It’s been an eventful 2022 and, based on what our CyberArk Labs team is observing, 2023 will introduce yet another chapter of cybersecurity threats and challenges, along with some new opportunities for vigilant defenders. Here are six of our cybersecurity predictions for the coming year:
1. Web3 on the Blockchain Promises Enhanced Privacy — and Bigger Payouts
Today, more than four out of 10 consumers feel unable to protect their personal data, and many have taken action. This widespread push for greater data transparency and personal control will only grow stronger in 2023, accelerating global momentum for Web3 (aka Web 3.0) on the blockchain. But as technology infrastructure becomes more decentralized, the financial application attack surface will expand significantly, while security practices in this new frontier lag. Threat actors will use this to their advantage to target crypto exchanges and susceptible bridges to the world “off the chain,” drawing inspiration from the $615 million Ronin cryptocurrency heist of 2022.
2. Geopolitical “Winter is Coming,” Along with Increased Attacks on Critical Infrastructure
Our first predicted trend may be exacerbated by the continued conflict in Ukraine, as certain criminal groups ramp up financially motivated attacks and — banking on the promise of massive payouts — shift their gaze in decentralized infrastructure’s direction. Meanwhile, winter is rapidly approaching Eastern Europe, and we can expect attacks on critical infrastructure to spike as temperatures plummet, driving global energy prices up even higher.
3. What’s Old Will Be New Again as Threat Actors Revisit Familiar Tricks
Since Log4j sent shockwaves around the world, speculation on when the other shoe will drop has been constant. But the next “big thing” isn’t likely to be a massive zero day — especially as prices for these coveted vulnerabilities reach upwards of $10 million on darknets and other underground marketplaces, and well-resourced groups and nation-states compete fiercely. Most threat actors will use alternative ways to infiltrate organizations and move laterally toward their targets. And at the end of the day, why would they spend so much cash on a specialized exploit or time contriving new methods when old tricks like phishing, credential theft and social engineering, or one-day kernel-level or memory corruption exploits work just fine?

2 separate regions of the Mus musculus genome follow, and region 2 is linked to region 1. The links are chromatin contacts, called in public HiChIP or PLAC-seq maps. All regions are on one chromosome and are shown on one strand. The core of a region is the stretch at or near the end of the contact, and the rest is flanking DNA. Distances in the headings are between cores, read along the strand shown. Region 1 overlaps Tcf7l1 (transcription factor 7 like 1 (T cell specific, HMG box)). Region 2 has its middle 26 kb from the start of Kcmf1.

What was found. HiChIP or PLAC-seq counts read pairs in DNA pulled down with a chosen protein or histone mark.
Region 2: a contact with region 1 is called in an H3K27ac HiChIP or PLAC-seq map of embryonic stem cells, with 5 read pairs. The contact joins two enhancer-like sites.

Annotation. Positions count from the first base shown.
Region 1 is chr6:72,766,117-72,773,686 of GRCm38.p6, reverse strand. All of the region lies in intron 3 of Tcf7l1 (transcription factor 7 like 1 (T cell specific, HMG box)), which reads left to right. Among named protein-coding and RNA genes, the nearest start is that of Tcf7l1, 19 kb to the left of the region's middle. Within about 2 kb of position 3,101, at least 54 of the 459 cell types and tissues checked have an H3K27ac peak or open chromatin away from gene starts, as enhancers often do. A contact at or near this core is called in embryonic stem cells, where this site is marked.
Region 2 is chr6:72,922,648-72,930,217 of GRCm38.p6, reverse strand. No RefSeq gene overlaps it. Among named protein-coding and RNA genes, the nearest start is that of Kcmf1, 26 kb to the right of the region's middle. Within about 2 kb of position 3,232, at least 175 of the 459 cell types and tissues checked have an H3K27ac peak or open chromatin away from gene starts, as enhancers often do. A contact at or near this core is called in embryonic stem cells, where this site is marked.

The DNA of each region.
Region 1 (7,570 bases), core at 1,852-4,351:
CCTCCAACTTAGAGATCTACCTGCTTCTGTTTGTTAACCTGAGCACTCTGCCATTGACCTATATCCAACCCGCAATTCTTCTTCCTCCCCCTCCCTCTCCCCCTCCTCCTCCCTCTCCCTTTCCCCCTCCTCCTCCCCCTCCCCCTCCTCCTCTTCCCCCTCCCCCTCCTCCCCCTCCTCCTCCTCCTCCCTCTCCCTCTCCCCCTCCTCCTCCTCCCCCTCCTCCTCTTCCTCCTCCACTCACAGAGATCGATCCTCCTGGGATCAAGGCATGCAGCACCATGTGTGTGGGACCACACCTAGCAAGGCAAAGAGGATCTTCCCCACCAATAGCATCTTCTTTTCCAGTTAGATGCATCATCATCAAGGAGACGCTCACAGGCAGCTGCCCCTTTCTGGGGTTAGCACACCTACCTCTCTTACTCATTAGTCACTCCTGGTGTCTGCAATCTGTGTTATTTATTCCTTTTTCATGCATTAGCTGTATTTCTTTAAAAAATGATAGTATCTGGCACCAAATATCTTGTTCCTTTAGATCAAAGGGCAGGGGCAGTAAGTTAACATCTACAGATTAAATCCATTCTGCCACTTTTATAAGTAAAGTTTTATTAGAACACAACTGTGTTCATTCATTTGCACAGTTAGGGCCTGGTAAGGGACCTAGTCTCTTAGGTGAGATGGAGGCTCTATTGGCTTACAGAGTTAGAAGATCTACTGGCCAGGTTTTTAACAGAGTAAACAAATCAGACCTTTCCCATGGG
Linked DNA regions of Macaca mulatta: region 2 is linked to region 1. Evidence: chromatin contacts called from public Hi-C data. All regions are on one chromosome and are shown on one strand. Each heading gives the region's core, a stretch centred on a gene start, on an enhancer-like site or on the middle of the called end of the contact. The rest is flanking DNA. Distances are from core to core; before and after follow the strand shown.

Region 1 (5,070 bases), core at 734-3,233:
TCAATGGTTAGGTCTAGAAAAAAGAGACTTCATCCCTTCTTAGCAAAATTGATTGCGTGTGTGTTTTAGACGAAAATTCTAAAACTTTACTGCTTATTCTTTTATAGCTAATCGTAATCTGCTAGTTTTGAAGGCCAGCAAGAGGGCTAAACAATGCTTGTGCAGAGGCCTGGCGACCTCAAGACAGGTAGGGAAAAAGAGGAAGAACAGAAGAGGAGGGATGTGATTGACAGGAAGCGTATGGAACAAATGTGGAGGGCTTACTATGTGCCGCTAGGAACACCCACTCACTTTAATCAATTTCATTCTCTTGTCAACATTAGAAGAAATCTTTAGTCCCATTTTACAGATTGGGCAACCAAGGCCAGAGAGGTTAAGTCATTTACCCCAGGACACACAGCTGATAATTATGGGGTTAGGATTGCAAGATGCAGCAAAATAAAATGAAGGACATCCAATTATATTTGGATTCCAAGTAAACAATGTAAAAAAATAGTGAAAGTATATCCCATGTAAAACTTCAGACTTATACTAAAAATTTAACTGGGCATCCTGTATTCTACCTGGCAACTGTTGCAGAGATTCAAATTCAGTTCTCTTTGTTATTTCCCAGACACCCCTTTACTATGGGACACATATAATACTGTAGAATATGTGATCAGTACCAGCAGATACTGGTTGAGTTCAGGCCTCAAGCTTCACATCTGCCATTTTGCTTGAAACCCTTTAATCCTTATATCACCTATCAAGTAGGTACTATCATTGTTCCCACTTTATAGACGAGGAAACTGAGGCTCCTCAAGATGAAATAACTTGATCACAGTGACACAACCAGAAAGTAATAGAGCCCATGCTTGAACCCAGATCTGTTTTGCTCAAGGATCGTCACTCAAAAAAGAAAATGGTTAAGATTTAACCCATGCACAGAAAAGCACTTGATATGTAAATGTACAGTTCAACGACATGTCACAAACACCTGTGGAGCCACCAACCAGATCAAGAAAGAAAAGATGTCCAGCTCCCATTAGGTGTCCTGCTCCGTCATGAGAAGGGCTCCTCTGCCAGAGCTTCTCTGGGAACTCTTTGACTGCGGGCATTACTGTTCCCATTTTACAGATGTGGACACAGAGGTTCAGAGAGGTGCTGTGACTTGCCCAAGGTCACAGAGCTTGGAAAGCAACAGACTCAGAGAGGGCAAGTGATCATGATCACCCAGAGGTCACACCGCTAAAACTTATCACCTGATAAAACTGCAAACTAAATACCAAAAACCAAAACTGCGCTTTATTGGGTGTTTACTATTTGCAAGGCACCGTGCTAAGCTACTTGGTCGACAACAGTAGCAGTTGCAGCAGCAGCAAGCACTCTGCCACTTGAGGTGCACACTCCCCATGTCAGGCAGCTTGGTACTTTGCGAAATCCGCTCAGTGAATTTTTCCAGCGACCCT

4. Forget New Year’s Diets — Your Cookies Will Be Too Irresistible
The good news is most organizations no longer view multifactor authentication (MFA) as a “nice to have” for their business applications, meaning most users must input both a username/password combo and complete a secondary authentication challenge before establishing a web session. The bad news is attackers are getting more sophisticated in snagging session cookies — which establish access to these third-party applications — to bypass both primary authentication and MFA and hijack accounts. As organizations continue to adopt more SaaS applications and consolidate them on the browser, session cookies will become even more critical and more vulnerable. With Genesis Store and other marketplaces specializing in stolen session cookies growing in popularity, threat actors will seek ways to further automate and scale these session hijacking attacks to boost profitability next year.
5. A Silver Lining in the Commoditized Credential Age
2023 is the year to begin a career in cybercrime, thanks to the commoditization of the credential. Would-be attackers who lack the skills (or time) can simply browse on a marketplace, fill their carts with cheap lists of stolen credentials and cookies or off-the-shelf ransomware, phishing and exploit kits and check out — no attack legwork required. In this environment, MFA and two-factor authentication won’t be enough. Yet there will be a silver lining for security teams that take a defense in depth approach — one that could swing the pendulum in their favor. Rushing to get rich quick, many cybercriminals will make rookie mistakes or create far too much noise on the network, foiling their plans. For instance, pushing 20 authorization requests in rapid succession as part of an MFA bombing attempt will show up in the victim organization’s logs and raise major red flags.
6. Carbon Credits Will Take Center Stage in Multi-Million-Dollar Schemes
On the heels of the COP27 Climate Conference in Egypt where carbon credits took center stage, opportunistic cyber attackers will increase efforts to manipulate the murky and largely unregulated voluntary carbon market (VCM). While carbon credits continue to grow in popularity with companies and governments working to reduce emissions and offset their own output, we can expect to see more multi-million-dollar schemes to steal and sell emission-trading rights in the next 12 months.
For more content on stolen cookies sessions, register for our Nov. 30, 2022 webinar, “No More Cookies for You: Attacking and Defending Credentials in Chromium-Based Browsers” — presented by Shay Nahari, VP of CyberArk Red Team Services and Andy Thompson, Global Research Evangelist, CyberArk Labs.